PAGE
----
This is a pulse pounding thriller. Kudos to the writers for their dialogue; Tom’s psychosis teases out over the course of the hour. And kudos to Wes Bentley. His portrayal is phenomenal. He hits just the right notes of frustration and awkwardness.

And kudos to Rachel Nichols. Her performance is the backbone of the piece. She goes from corporate drone, to terrified victim, to empowered amazon over the course of this movie. And you will cheer the end.

Khalfoun shows masterful control of pacing. Like Tom, he’s a control freak, and the pace, dragging though it may have been at the beginning, holds the tension high after Angela wakes up, pulling the viewer along like a runaway rollercoaster.

This movie is pure suspense. That is really all it is. So rent this one, and enjoy for an evening, with friends. Because if you watch it all together, no one can offer any spoilers. I know I won’t.


Sensibilities are not always sensible, 
At least this is said by those that find 
One of yours with which they disagree 

Understandings are not always understandable 
To those who can’t grasp them 
Or fear that if taken seriously, they would need to 

Beauty is in the eye of the beholder 
Or for the vision impaired, in their mind’s eye 
Which has a lid all its own that can be shut 
To escape the risks inherent if one is to 

Chronological aging brings nothing but 
Getting older and guarantees little if anything else 
Unless the aging self remains invested in wanting to 
The more we spend, the more we have 
But the more we buy, the more we 
Oh, no!

The flowing of the growing comes with the knowing 
That seeds are inanimate until they experience sowing. 
The propensity to derive meaning 
In the rhyming and rhythm of word weaving 
Taps me gently on the back 
As I am stealthfully leaving 
With shallow breaths and heavy thoughts heaving 
Preparing, at long last, to 

Oh, do not ask “Why?” 
Let us just bid each other 
A gentle “Goodbye.”


The baby was down for her afternoon nap. Her husband was away at school. She stepped outside on her little porch of the little trailer she called home. She looked up to the sky and saw the most amazing sight. The clouds in all their beautiful splendor looked as if they were the doorway to heaven. He’s going to die today, she thought. Chills ran down her spine as she recalled just days before that her grandmother, affectionately referred to as Nannie, claimed that she heard a knocking at the door. She said she went to see who it was, and yet when she looked out, no one was there. Her Nannie had told her she truly believed it was angels coming in to look after Papa, that the end was near.

As she recalled the words of her Nannie, her baby began to cry. Once again, she resumed her daily duties as mother and thought no more of the experience she just had. She let it go.

Later on that evening, her Aunt decided to stop by for a visit before going over to sit with Papa. The baby was content, playing on the floor as they chatted about this and that, just catching up. Suddenly, the front door flew open. Her cousin, in a calm and somewhat detached manner said, “He’s dead. He’s gone.” Time stood still. Her heart in her throat, she grabbed the baby and flew out the door. Running, lungs burning, across the way to her grandparents house.

Once inside, she saw her Nannie, doubled over with grief, screaming, “Oh God! Oh God! He’s dead! Don’t leave me! Don’t leave me! Please God, don’t let him leave me!”.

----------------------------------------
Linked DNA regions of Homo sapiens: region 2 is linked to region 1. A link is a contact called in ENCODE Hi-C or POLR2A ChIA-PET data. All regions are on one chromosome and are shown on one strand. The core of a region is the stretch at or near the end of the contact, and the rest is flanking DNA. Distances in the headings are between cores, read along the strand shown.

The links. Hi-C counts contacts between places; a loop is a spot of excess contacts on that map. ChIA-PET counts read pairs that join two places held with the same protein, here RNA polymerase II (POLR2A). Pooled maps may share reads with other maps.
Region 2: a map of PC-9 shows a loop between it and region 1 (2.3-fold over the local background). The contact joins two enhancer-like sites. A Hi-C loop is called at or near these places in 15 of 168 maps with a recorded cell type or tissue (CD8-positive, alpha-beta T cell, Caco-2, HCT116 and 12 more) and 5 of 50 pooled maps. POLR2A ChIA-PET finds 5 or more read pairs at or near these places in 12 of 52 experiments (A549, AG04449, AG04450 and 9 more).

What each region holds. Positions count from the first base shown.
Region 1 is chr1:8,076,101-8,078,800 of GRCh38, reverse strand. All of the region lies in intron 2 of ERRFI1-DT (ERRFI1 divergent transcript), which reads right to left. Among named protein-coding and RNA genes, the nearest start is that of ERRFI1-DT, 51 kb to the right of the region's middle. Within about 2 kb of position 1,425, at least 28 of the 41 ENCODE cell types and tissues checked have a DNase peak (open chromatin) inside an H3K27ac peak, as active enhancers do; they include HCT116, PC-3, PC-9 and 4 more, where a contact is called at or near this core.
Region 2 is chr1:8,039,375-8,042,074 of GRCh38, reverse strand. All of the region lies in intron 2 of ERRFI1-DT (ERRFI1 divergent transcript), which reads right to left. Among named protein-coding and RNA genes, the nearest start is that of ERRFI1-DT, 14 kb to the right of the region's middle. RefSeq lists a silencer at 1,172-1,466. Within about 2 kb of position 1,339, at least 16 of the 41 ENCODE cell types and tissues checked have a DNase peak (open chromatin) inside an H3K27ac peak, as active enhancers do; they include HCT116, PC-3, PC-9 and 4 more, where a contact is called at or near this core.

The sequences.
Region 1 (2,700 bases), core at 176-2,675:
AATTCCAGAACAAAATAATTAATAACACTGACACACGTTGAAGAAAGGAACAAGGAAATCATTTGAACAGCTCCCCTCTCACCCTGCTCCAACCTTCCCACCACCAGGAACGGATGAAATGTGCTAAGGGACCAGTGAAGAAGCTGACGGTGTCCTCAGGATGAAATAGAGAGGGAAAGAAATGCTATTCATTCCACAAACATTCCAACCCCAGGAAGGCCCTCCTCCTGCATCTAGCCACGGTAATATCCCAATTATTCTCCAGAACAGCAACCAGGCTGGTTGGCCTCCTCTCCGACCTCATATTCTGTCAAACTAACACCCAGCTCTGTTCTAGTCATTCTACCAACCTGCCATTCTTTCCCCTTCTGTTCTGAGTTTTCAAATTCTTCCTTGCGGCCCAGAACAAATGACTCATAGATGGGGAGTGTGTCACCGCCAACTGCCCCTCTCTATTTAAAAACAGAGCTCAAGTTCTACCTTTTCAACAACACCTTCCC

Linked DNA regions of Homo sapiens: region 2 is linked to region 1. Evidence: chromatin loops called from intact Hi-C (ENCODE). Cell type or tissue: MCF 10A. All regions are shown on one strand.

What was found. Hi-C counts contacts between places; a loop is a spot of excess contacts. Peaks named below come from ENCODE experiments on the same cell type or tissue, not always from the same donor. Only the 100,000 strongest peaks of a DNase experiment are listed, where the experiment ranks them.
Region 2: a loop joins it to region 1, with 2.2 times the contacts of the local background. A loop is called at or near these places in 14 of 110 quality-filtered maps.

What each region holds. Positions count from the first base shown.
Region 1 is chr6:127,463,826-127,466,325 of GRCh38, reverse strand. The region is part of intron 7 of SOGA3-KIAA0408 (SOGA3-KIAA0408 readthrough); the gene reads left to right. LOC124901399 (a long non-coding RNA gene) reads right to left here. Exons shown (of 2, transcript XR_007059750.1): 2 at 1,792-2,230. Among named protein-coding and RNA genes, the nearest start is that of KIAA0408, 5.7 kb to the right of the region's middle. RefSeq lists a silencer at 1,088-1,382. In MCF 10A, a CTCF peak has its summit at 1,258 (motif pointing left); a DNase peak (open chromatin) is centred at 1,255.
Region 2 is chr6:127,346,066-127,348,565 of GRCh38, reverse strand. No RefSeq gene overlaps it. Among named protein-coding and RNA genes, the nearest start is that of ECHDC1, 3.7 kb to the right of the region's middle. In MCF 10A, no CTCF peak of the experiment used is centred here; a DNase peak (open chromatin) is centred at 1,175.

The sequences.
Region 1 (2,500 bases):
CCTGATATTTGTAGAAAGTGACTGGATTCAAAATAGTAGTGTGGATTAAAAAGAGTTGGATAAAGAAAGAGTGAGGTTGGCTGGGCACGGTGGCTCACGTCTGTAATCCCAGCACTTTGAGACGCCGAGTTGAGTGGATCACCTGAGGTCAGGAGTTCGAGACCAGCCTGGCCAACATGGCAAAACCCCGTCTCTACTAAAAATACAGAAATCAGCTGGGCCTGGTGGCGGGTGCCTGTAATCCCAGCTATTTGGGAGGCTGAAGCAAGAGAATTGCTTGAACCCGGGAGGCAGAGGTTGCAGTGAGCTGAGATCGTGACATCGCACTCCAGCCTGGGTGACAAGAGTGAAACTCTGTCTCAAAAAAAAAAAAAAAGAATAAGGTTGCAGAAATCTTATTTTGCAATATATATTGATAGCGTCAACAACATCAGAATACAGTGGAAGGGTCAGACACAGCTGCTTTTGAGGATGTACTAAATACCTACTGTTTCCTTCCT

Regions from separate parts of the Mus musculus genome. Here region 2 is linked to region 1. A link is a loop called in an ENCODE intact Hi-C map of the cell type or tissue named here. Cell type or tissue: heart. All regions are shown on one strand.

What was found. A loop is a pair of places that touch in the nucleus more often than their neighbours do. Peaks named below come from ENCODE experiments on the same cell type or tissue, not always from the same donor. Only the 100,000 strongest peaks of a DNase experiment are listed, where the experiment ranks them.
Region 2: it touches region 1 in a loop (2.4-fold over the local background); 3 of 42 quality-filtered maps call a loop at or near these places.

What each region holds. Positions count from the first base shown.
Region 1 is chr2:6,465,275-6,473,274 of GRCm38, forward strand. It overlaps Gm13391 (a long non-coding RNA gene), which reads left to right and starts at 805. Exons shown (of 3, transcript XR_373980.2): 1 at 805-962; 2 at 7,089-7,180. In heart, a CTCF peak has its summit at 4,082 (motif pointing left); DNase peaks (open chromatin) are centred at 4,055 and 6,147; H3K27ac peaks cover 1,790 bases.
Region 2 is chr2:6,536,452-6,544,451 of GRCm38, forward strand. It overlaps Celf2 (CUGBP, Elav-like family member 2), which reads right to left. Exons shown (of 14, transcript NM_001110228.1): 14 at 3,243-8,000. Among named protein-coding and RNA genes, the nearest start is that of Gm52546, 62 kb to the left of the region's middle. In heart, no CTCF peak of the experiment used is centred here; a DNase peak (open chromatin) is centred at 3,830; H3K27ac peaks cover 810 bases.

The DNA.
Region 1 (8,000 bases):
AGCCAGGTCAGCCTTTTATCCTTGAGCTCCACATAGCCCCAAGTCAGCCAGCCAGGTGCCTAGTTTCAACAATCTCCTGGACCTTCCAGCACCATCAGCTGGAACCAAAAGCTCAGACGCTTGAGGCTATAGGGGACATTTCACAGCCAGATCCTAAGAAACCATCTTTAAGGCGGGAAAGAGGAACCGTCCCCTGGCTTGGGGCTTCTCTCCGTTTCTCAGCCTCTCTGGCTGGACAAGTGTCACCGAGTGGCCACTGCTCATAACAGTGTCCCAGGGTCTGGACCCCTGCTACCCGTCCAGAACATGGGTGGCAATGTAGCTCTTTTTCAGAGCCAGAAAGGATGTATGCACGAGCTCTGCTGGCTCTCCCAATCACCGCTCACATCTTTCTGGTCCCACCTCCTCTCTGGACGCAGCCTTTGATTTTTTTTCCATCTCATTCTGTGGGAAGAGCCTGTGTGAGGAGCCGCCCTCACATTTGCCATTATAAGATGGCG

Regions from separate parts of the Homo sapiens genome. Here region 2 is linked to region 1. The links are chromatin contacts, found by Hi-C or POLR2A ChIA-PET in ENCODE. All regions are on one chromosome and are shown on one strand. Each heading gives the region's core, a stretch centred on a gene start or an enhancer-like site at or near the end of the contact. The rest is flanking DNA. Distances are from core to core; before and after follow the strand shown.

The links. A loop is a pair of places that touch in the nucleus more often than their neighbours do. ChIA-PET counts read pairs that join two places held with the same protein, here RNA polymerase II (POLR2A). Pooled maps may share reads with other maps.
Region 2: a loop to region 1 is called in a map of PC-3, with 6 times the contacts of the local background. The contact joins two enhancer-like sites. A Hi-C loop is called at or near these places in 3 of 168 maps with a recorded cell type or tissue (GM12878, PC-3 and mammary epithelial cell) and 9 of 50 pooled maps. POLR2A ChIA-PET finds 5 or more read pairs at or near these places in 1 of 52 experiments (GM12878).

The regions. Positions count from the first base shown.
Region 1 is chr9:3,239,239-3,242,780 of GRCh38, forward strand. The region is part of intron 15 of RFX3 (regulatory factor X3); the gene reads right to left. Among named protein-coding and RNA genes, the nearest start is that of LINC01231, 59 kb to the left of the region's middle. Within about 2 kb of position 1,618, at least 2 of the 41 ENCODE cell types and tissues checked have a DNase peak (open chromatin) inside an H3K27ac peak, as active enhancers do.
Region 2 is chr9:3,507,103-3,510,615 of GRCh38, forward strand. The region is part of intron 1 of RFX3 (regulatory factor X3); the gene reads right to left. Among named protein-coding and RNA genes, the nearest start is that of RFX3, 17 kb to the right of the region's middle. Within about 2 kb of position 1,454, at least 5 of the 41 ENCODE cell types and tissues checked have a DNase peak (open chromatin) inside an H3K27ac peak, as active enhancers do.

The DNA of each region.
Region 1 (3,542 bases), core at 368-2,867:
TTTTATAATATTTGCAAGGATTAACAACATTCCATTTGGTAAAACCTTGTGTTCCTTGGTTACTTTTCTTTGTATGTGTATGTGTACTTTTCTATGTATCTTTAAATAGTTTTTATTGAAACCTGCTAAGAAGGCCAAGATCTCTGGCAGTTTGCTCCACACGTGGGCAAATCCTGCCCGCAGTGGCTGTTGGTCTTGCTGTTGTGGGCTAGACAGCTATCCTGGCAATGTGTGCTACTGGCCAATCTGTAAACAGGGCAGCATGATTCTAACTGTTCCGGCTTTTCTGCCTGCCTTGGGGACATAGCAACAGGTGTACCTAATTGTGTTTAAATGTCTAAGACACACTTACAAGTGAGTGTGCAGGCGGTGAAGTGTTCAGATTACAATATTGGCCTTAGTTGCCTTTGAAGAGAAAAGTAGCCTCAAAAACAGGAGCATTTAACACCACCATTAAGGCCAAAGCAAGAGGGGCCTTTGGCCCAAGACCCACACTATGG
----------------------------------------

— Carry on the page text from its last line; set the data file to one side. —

She sat the baby down, walked over to her Nannie and held her in her arms as they both cried, both sobbing with grief and heartache. It seemed like an eternity before she was able to let her go.

She slowly walked into the bedroom, and there was her beloved Papa. Lifeless. Still. A calmness and sense of peace penetrated the room. As the tears slowly fell down her cheeks, she realized without a doubt that this was not the end. His body lay there, but he was gone. His spirit was elsewhere, moving on, moving forward to the Father he so faithfully worshipped.

The angels had indeed come to take him home. The sky had opened up in preparation for his homecoming. He was finally free. Free from the pain of his earthly body, and free to soar with the angels as he watches over his loved ones and family as he patiently awaits for them to come “home”.

This was the day, without a doubt, she began to believe in things unseen.

27 Dresses

Starring: Katherine Heigl, James Marsden

We’ve all heard he saying – Always a bridesmaid, never a bride right? Well how about being one twenty seven times.

Jane is always there for her friends and eager to please when they ask her to do anything for them. She is really a pushover to be honest; never being able to use the word “no”. Being wrapped up in others lives, she doesn’t really have a life of her own. However she does have this major crush on her boss, George and everyone in the office can see it except him.

While attending a friends wedding she is knocked unconscious by a woman who bumps her out the way while trying to catch the wedding bouquet. When she comes to the first thing she sees is this handsome man by the name of Kevin. He helps her up and they start to chit chat while sharing a cab that evening. It is very clear that he wants to get to know Jane better, but she is not giving him the time of day.

When Jane’s sister Tess comes for a visit she is happy to see her of course and invites her to a company party. At the party George says something to Jane, and her best friend pushes her walk over to George and let him know how she feels about him. Unfortunately Tess and George spot one another across the room and it appears to be love at first sight. As time progresses the two of them are spending more and more time together, and they seem to get pretty close. Poor Jane has to listen to her sister go on and on about the man that would have made her life complete.

Well the ball finally drops and George asks Tess to marry him, but this isn’t the devastating part. Jane actually decides to help her sister plan the wedding and even meets George at the caterer to try out different options for the wedding meal on her behalf. She seems to be handling it all in stride, until Tess does something that Jane doesn’t have the strength to forgive her for. Jane’s 28th dress is definitely going to be the one she will never forget wearing. In the meantime Kevin is still trying to win Jane’s heart, but she is in no way making it easy for him. As time progresses though she starts to live a little and lets her guard down a smidgen.

Sometimes when you have something to say to someone, you should just say it before the moment passes you by. This was a very cutesy, romantic, almost like a fairy tale type of movie. I will admit that some of the situations in this movie would have played out totally different in the real world, but they don’t stop me from loving the movie.


Yes,I know of a time
when I would tell you a lie

But, that was before I found 
the stars in your eye

Now I can not lie 
i am afraid you will say goodbye

Let everyone know 
I will not tell you a lie! 
I would love you till i dye!